An Inverse Kinematics library aiming performance and modularity.



Live demos of what IKPy can do (click on the image below to see the video):


With IKPy, you can:

  • Compute the Inverse Kinematics of every existing robot.
  • Compute the Inverse Kinematics in position, orientation, or both
  • Define your kinematic chain using arbitrary representations: DH (Denavit–Hartenberg), URDF, custom...
  • Automaticly import a kinematic chain from a URDF file.
  • Support for arbitrary joint types: revolute, prismatic and more to come in the future
  • Use pre-configured robots, such as baxter or the poppy-torso
  • IKPy is precise (up to 7 digits): the only limitation being your underlying model's precision, and fast: from 7 ms to 50 ms (depending on your precision) for a complete IK computation.
  • Plot your kinematic chain: no need to use a real robot (or a simulator) to test your algorithms!
  • Define your own Inverse Kinematics methods.
  • Utils to parse and analyze URDF files:


Moreover, IKPy is a pure-Python library: the install is a matter of seconds, and no compiling is required.


You have three options:

  1. From PyPI (recommended) - simply run:

    pip install ikpy

    If you intend to plot your robot, you can install the plotting dependencies (mainly matplotlib):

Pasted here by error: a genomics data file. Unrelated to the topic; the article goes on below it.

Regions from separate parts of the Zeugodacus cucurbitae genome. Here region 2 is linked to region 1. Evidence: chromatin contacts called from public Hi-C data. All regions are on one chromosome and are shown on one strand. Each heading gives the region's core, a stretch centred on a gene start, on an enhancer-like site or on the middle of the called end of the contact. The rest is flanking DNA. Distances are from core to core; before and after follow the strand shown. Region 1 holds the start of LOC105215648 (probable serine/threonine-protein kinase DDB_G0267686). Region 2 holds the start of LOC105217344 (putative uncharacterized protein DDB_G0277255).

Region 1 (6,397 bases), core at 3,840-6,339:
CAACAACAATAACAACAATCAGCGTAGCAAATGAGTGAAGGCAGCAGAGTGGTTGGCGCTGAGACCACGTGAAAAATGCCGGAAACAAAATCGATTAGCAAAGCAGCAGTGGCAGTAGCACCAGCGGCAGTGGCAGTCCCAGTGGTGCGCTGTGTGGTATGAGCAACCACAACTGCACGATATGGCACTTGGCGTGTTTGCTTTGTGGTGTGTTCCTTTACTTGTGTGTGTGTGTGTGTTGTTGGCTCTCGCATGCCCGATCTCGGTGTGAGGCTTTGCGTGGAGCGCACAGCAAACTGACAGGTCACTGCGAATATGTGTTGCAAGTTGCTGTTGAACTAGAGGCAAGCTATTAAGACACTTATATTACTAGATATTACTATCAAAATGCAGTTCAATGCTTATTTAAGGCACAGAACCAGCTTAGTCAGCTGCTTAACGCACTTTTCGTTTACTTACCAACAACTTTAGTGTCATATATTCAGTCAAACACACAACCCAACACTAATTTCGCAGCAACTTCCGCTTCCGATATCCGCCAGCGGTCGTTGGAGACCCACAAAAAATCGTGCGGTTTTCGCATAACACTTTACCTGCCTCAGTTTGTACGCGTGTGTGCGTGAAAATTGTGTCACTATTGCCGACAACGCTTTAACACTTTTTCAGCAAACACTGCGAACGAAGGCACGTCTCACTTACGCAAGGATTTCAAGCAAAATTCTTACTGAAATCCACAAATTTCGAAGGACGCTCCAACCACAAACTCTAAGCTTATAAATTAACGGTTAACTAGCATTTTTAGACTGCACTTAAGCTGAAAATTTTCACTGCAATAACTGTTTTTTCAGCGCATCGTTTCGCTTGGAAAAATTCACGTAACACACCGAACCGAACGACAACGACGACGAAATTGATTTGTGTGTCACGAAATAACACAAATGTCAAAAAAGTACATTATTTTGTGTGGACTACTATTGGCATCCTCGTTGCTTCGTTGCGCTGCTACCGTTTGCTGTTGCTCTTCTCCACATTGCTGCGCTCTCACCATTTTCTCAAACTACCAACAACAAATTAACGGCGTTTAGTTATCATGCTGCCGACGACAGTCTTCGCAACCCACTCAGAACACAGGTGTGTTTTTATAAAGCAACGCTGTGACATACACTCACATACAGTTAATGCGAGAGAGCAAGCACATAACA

pip install 'ikpy[plot]'
  2. From source - first download and extract the archive, then run:

    pip install ./

    NB: You must have the proper rights to execute this command


Follow this IPython notebook.

Guides and Tutorials

Go to the wiki. It should introduce you to the basic concepts of IKPy.

API Documentation

An extensive documentation of the API can be found here.

Dependencies and compatibility

Starting with IKPy v3.1, only Python 3 is supported. For versions before v3.1, the library can work with both versions of Python (2.7 and 3.x).

In terms of dependencies, it requires numpy and scipy.

sympy is highly recommended, for fast hybrid computations, that's why it is installed by default.

matplotlib is optional: it is used to plot your models (in 3D).